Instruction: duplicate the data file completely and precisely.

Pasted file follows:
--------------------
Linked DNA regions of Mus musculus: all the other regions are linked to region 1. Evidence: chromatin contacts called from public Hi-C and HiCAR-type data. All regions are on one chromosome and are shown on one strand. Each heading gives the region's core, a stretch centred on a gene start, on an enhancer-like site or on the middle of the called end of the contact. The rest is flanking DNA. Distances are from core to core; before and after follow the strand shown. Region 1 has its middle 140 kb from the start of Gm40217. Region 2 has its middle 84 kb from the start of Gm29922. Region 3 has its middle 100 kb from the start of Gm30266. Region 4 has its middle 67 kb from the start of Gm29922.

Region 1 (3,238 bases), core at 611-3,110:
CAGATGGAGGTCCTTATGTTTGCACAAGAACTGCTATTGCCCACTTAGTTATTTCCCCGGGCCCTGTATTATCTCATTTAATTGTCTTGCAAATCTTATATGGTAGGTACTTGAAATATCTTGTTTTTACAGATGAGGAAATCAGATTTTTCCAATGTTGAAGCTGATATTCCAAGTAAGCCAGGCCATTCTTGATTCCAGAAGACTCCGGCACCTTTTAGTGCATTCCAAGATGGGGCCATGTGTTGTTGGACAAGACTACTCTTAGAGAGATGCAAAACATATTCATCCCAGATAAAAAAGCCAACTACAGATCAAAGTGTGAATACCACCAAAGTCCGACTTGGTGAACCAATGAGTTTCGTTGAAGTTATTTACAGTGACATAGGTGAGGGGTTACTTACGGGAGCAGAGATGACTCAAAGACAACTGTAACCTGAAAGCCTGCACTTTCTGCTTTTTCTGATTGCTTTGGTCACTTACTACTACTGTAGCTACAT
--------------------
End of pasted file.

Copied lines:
Linked DNA regions of Mus musculus: all the other regions are linked to region 1. Evidence: chromatin contacts called from public Hi-C and HiCAR-type data. All regions are on one chromosome and are shown on one strand. Each heading gives the region's core, a stretch centred on a gene start, on an enhancer-like site or on the middle of the called end of the contact. The rest is flanking DNA. Distances are from core to core; before and after follow the strand shown. Region 1 has its middle 140 kb from the start of Gm40217. Region 2 has its middle 84 kb from the start of Gm29922. Region 3 has its middle 100 kb from the start of Gm30266. Region 4 has its middle 67 kb from the start of Gm29922.

Region 1 (3,238 bases), core at 611-3,110:
CAGATGGAGGTCCTTATGTTTGCACAAGAACTGCTATTGCCCACTTAGTTATTTCCCCGGGCCCTGTATTATCTCATTTAATTGTCTTGCAAATCTTATATGGTAGGTACTTGAAATATCTTGTTTTTACAGATGAGGAAATCAGATTTTTCCAATGTTGAAGCTGATATTCCAAGTAAGCCAGGCCATTCTTGATTCCAGAAGACTCCGGCACCTTTTAGTGCATTCCAAGATGGGGCCATGTGTTGTTGGACAAGACTACTCTTAGAGAGATGCAAAACATATTCATCCCAGATAAAAAAGCCAACTACAGATCAAAGTGTGAATACCACCAAAGTCCGACTTGGTGAACCAATGAGTTTCGTTGAAGTTATTTACAGTGACATAGGTGAGGGGTTACTTACGGGAGCAGAGATGACTCAAAGACAACTGTAACCTGAAAGCCTGCACTTTCTGCTTTTTCTGATTGCTTTGGTCACTTACTACTACTGTAGCTACAT